Discover more from Laura’s Substack
Truth & Dare
The Cello Effect
In the spring of 1992, Vedran Smajlovic donned a black jacket and tie and sat down with his cello at a bomb crater in Sarajevo, where the day before, 22 people had been killed by a mortar shell while waiting in line for bread. He played Albinoni's "Adagio in G Minor.”In 2015, the conductor of the Iraqi National Symphony, Karim Wasfi, brought his cello to the central Baghdad district of Karrada to play at the site of a blast. And in March 2022, Denys Karachevtsev did the same in Kharkiv, Ukraine. After each bomb, they packed up their cellos and went toward the devastation.
This month marks a year since children and teachers were killed inside their elementary school in Uvalde, Texas and I have been thinking about how each mass shooting in the United States leaves a physical and psychic crater in the earth where the violence has happened, whether it’s at a grocery store, a grade school, a dance studio or a shopping mall. It’s a kind of blast zone that destroys the humans there, leaving behind the injured, the families facing profound loss, the witnesses. And to some extent, we’re all witnesses in this, whether it comes to us via a phone call or a news headline. Each of us, every day are absorbing this. So what can we do for ourselves and one another on the daily?
What is the role of art in the face of a horror so indiscriminate and indecipherable? Artist Jenny Holzer has used her text-based art to put messages about gun violence on the sides of trucks and light projections onto buildings like the Rockefeller Center.The artist Pedro Reyes melted guns down and created musical instruments. And the Cuban-born sculptor and installation artist, Felix Gonzalez-Torres worked with billboards, candy, and something called paper stacks.
Gonzalez-Torres worked in New York City in the 80s and early 90s. His work often dealt with personal and global concerns such as AIDS, U.S. foreign policy, gun control, racism, and homophobia. His piece “Untitled” (Death by Gun) is a stack of papers on the floor so precise that it looks like a kind of cube — on each sheet: the names of the 460 individuals killed by guns in the United States during the week of May 1-7, 1989. It cited name, age, city and state with a brief description of the circumstances of their deaths and photos of the deceased. Visitors to the gallery were allowed to pull a page from the stack and take it home and at the end of each day, pages were replenished to the stack so it remained the same height. The pages functioned as a kind of memorial, a marker of a loss, and a documentation of each person’s story.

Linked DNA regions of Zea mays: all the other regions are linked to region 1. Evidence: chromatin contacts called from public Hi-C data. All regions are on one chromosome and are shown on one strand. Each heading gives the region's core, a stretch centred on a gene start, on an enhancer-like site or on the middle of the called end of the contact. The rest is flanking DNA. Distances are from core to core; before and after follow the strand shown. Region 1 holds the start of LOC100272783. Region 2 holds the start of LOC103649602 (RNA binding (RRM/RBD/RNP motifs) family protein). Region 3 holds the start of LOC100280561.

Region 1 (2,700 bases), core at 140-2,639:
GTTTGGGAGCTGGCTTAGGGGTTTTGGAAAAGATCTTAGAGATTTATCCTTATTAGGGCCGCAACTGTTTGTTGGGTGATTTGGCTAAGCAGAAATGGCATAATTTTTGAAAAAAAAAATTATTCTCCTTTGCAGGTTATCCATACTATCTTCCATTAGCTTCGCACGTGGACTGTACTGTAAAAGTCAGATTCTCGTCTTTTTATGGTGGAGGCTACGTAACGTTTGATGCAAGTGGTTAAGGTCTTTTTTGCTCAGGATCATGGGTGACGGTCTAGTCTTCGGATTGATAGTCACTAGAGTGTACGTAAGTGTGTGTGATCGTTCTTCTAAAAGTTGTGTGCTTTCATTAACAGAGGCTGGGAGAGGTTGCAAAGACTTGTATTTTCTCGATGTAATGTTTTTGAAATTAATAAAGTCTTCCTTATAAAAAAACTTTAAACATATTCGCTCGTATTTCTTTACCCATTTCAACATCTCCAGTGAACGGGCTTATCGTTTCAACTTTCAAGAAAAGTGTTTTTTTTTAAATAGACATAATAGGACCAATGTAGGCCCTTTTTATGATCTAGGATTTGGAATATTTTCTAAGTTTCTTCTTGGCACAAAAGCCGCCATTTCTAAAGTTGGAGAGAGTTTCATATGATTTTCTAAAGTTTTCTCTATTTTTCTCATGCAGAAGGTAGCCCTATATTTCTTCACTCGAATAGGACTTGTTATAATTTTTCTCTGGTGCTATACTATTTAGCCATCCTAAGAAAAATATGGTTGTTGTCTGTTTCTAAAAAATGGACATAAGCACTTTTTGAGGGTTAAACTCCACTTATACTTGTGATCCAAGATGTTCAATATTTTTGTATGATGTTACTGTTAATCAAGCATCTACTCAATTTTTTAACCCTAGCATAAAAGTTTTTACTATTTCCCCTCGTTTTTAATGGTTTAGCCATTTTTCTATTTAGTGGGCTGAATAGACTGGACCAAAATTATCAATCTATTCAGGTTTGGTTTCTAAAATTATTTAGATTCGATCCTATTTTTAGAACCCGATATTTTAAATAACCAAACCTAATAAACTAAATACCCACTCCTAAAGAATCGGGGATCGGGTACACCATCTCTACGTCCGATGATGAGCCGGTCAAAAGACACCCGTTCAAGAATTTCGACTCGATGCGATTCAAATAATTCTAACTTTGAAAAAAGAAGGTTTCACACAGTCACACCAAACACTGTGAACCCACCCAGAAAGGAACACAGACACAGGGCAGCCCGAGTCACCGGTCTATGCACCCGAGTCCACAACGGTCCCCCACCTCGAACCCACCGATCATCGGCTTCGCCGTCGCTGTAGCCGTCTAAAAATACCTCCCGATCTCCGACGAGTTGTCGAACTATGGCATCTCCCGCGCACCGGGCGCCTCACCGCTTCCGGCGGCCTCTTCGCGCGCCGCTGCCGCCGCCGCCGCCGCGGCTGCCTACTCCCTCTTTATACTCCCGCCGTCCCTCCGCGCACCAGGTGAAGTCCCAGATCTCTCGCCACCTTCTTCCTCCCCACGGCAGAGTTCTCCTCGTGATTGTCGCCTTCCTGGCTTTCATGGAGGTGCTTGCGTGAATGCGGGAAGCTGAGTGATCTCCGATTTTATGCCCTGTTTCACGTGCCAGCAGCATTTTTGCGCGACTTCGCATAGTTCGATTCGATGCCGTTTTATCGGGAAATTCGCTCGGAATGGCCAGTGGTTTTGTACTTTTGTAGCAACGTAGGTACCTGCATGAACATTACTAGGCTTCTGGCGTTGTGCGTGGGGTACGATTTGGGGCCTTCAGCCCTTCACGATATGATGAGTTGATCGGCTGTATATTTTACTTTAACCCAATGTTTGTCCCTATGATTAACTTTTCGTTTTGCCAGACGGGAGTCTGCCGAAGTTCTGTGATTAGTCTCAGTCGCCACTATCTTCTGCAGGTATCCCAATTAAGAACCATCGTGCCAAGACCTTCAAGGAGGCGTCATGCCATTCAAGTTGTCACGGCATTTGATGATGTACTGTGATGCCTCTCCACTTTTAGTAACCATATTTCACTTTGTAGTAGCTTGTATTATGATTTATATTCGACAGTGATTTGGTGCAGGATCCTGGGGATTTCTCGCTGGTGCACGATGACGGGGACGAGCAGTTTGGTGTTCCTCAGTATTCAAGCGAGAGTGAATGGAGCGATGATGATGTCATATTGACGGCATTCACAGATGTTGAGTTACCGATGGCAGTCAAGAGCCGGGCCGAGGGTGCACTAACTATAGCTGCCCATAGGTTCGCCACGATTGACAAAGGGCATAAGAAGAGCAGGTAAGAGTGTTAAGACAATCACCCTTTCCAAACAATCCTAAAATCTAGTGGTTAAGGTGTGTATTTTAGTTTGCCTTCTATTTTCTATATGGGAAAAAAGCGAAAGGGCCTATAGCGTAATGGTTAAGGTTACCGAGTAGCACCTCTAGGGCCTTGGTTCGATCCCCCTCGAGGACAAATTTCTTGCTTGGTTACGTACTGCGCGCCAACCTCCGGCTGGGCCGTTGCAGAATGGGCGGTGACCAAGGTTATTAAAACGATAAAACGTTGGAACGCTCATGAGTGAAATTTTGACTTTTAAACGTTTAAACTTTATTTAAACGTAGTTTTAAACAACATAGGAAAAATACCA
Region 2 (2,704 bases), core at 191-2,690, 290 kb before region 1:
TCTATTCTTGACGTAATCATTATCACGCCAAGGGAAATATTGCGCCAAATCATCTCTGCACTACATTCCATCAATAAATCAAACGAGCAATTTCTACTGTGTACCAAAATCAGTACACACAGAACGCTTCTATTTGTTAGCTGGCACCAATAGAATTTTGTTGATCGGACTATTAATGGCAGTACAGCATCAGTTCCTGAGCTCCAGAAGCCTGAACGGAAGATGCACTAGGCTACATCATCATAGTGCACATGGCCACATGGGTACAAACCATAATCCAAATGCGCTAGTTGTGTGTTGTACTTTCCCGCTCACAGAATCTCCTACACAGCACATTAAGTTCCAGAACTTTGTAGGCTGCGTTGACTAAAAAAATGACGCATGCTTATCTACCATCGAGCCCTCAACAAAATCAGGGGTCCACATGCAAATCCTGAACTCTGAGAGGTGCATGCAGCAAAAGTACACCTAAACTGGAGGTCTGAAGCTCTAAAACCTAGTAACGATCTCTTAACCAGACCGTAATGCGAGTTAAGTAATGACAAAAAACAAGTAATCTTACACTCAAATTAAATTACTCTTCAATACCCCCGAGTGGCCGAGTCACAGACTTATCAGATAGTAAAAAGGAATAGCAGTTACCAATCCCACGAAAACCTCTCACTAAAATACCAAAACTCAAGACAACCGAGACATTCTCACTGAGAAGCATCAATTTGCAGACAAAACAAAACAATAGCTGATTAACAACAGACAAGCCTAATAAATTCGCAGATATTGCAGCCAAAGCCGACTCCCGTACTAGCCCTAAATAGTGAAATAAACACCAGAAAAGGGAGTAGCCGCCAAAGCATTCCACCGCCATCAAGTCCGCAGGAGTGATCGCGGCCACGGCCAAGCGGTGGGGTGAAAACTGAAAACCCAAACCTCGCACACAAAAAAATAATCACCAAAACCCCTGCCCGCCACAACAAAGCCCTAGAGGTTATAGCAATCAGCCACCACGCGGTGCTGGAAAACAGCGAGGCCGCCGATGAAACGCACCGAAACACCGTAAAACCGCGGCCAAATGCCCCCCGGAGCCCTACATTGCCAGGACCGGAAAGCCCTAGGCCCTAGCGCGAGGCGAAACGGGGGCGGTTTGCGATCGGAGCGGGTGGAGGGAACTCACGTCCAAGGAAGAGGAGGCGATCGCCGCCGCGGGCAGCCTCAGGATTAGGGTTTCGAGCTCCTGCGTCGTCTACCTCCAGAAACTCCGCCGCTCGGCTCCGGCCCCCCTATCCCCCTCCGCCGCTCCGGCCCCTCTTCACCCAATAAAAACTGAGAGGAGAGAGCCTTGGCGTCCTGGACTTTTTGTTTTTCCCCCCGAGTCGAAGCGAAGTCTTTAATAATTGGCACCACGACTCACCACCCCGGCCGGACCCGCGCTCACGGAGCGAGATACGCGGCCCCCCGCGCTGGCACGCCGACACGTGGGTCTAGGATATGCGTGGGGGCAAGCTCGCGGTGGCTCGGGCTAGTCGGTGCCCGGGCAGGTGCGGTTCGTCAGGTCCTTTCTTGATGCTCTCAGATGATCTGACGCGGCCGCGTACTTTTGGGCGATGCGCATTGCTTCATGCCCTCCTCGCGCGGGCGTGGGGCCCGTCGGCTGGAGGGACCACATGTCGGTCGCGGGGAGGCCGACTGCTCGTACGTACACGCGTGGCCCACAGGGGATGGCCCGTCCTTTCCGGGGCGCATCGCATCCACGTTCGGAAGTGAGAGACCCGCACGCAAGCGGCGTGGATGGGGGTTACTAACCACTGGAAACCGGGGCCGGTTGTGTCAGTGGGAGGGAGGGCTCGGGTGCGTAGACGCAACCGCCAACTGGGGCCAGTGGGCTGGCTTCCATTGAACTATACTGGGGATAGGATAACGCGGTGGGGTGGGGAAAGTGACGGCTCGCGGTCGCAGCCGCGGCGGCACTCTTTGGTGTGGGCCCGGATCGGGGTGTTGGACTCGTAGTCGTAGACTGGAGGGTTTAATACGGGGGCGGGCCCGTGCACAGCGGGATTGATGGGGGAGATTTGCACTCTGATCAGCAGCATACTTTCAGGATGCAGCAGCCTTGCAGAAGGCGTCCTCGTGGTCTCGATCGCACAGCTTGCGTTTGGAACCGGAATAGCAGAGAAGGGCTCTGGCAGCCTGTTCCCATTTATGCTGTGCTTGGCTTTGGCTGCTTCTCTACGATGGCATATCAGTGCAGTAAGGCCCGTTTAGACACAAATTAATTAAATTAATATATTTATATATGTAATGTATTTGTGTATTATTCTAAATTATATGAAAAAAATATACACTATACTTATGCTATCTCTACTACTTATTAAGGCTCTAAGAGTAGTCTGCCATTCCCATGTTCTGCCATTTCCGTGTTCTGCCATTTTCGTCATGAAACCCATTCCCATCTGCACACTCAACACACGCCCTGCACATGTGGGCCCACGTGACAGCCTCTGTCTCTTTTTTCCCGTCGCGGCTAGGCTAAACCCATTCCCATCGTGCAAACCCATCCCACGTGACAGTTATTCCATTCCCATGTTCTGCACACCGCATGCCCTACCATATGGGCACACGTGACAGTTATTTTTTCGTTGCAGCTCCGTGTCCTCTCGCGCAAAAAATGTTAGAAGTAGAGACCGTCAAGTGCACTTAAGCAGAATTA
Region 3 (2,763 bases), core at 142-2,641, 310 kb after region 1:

Most days I walk my 16-year-old daughter to the corner where she catches the public bus and rides to her high school. We walk by a telephone pole with a nest of Flickers inside, and under a fir tree where a Downy Woodpecker has marked the bark with tiny precise holes. People pass by walking their dogs, or ease their cars out of driveways on the way to work. The elementary school across the street rings a bell at 8, so we know when we’re running behind. We talk about nothing in particular and she socks my shoulder and says “Slug Bug!” when we pass a rundown white Volkswagen. Each day I vow to get her the next day, but she always remembers first. I hug her when we part at the stop and on my walk back home, my head fills with a chant/prayer of protection: Keep her safe. Keep her safe. I recognize my immense good fortune and I know too that “life is a spell so exquisite that everything conspires to break it.”
In Sarajevo, Smajlovic returned to the blast site every day for 22 days, until he’d played once for every life lost. He brought his art and offered it with constancy. How do we show up with art and beauty, in a sustained way?
One Truth, One Dare
This leads us to this month’s Truth & Dare: the Cello Effect
What’s the equivalent of our going to the blast zone with a cello? To me it means not looking away from the gun violence, (not that we must read to the bottom of every news article, which would be daily and unending), but we absorb what we can, we agitate for smarter gun legislation, and we make art when possible.
Truth: Catharsis Writing: Set a timer for 30 minutes and write about gun violence – think of it as tipping your head upside down and dumping out the contents. Write about stories you remember, write about the first time you became aware of a mass shooting, write about the particular stories of people you know who have been lost, or people you have read about. Write a list of fears around gun violence. Just make some text and then set that burden down.
Dare: Find a piece of paper (whatever size speaks to you) and create a piece of text in the style of Jenny Holzer or a page in the style of Gonzalez-Torres that features a person or people affected by gun violence. You can pull words or phrasing from your “Truth” if you like. Collage, colored-pencils, paint – anything goes.
Double Dog Dare: Make a copy of your page and staple it to a telephone pole in your neighborhood.
Good luck, friends. Thank you for reading this far and hope wherever you are in this perilous universe, you’re safe and well, writing and making art..
I recommend Yo-Yo Ma’s beautiful version
Thank you, Emily Dickinson